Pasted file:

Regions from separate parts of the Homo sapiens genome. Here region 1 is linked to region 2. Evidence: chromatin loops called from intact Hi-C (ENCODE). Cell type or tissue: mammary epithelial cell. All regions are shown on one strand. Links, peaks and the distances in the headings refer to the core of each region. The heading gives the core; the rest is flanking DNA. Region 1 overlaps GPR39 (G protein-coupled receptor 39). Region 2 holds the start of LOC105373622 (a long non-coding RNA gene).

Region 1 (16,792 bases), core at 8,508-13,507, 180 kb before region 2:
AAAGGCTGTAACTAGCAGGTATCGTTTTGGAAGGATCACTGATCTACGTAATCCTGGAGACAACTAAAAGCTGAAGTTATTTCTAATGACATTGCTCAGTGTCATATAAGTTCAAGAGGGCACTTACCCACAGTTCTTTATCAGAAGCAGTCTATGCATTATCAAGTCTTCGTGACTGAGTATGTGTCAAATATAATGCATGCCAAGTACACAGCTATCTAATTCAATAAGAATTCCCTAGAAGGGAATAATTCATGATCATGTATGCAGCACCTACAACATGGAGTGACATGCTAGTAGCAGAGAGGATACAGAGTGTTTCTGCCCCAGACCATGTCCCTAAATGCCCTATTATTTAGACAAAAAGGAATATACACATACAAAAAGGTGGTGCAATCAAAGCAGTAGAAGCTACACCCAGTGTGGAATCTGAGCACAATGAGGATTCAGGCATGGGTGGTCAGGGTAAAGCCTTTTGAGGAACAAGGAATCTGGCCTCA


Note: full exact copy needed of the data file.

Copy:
Regions from separate parts of the Homo sapiens genome. Here region 1 is linked to region 2. Evidence: chromatin loops called from intact Hi-C (ENCODE). Cell type or tissue: mammary epithelial cell. All regions are shown on one strand. Links, peaks and the distances in the headings refer to the core of each region. The heading gives the core; the rest is flanking DNA. Region 1 overlaps GPR39 (G protein-coupled receptor 39). Region 2 holds the start of LOC105373622 (a long non-coding RNA gene).

Region 1 (16,792 bases), core at 8,508-13,507, 180 kb before region 2:
AAAGGCTGTAACTAGCAGGTATCGTTTTGGAAGGATCACTGATCTACGTAATCCTGGAGACAACTAAAAGCTGAAGTTATTTCTAATGACATTGCTCAGTGTCATATAAGTTCAAGAGGGCACTTACCCACAGTTCTTTATCAGAAGCAGTCTATGCATTATCAAGTCTTCGTGACTGAGTATGTGTCAAATATAATGCATGCCAAGTACACAGCTATCTAATTCAATAAGAATTCCCTAGAAGGGAATAATTCATGATCATGTATGCAGCACCTACAACATGGAGTGACATGCTAGTAGCAGAGAGGATACAGAGTGTTTCTGCCCCAGACCATGTCCCTAAATGCCCTATTATTTAGACAAAAAGGAATATACACATACAAAAAGGTGGTGCAATCAAAGCAGTAGAAGCTACACCCAGTGTGGAATCTGAGCACAATGAGGATTCAGGCATGGGTGGTCAGGGTAAAGCCTTTTGAGGAACAAGGAATCTGGCCTCA